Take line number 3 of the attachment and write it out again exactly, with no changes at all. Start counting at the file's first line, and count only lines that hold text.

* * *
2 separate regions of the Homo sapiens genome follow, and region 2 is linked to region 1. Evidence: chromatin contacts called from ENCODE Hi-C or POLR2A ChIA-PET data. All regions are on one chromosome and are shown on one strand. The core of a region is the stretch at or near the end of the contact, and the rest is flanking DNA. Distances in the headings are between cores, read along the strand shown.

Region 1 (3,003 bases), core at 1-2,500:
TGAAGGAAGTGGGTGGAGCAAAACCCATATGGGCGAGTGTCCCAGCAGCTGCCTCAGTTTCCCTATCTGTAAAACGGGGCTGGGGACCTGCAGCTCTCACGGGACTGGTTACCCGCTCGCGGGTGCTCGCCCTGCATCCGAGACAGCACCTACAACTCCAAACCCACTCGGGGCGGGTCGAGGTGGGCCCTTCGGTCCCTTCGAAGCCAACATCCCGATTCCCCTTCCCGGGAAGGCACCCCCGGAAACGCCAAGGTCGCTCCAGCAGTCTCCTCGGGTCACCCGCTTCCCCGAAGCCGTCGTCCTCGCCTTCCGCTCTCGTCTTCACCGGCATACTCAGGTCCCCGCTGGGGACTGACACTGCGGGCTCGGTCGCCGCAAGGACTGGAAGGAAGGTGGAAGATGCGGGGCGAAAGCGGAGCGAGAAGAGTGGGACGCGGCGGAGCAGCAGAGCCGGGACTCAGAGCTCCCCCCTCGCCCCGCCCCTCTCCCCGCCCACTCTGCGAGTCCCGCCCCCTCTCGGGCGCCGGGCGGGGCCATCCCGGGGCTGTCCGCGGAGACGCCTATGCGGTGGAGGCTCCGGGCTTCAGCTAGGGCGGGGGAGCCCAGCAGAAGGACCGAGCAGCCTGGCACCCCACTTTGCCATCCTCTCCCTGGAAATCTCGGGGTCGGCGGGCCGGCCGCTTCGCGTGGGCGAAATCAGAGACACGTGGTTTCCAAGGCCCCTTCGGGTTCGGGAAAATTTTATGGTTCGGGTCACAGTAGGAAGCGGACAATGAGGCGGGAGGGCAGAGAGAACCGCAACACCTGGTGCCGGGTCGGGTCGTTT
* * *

TGAAGGAAGTGGGTGGAGCAAAACCCATATGGGCGAGTGTCCCAGCAGCTGCCTCAGTTTCCCTATCTGTAAAACGGGGCTGGGGACCTGCAGCTCTCACGGGACTGGTTACCCGCTCGCGGGTGCTCGCCCTGCATCCGAGACAGCACCTACAACTCCAAACCCACTCGGGGCGGGTCGAGGTGGGCCCTTCGGTCCCTTCGAAGCCAACATCCCGATTCCCCTTCCCGGGAAGGCACCCCCGGAAACGCCAAGGTCGCTCCAGCAGTCTCCTCGGGTCACCCGCTTCCCCGAAGCCGTCGTCCTCGCCTTCCGCTCTCGTCTTCACCGGCATACTCAGGTCCCCGCTGGGGACTGACACTGCGGGCTCGGTCGCCGCAAGGACTGGAAGGAAGGTGGAAGATGCGGGGCGAAAGCGGAGCGAGAAGAGTGGGACGCGGCGGAGCAGCAGAGCCGGGACTCAGAGCTCCCCCCTCGCCCCGCCCCTCTCCCCGCCCACTCTGCGAGTCCCGCCCCCTCTCGGGCGCCGGGCGGGGCCATCCCGGGGCTGTCCGCGGAGACGCCTATGCGGTGGAGGCTCCGGGCTTCAGCTAGGGCGGGGGAGCCCAGCAGAAGGACCGAGCAGCCTGGCACCCCACTTTGCCATCCTCTCCCTGGAAATCTCGGGGTCGGCGGGCCGGCCGCTTCGCGTGGGCGAAATCAGAGACACGTGGTTTCCAAGGCCCCTTCGGGTTCGGGAAAATTTTATGGTTCGGGTCACAGTAGGAAGCGGACAATGAGGCGGGAGGGCAGAGAGAACCGCAACACCTGGTGCCGGGTCGGGTCGTTT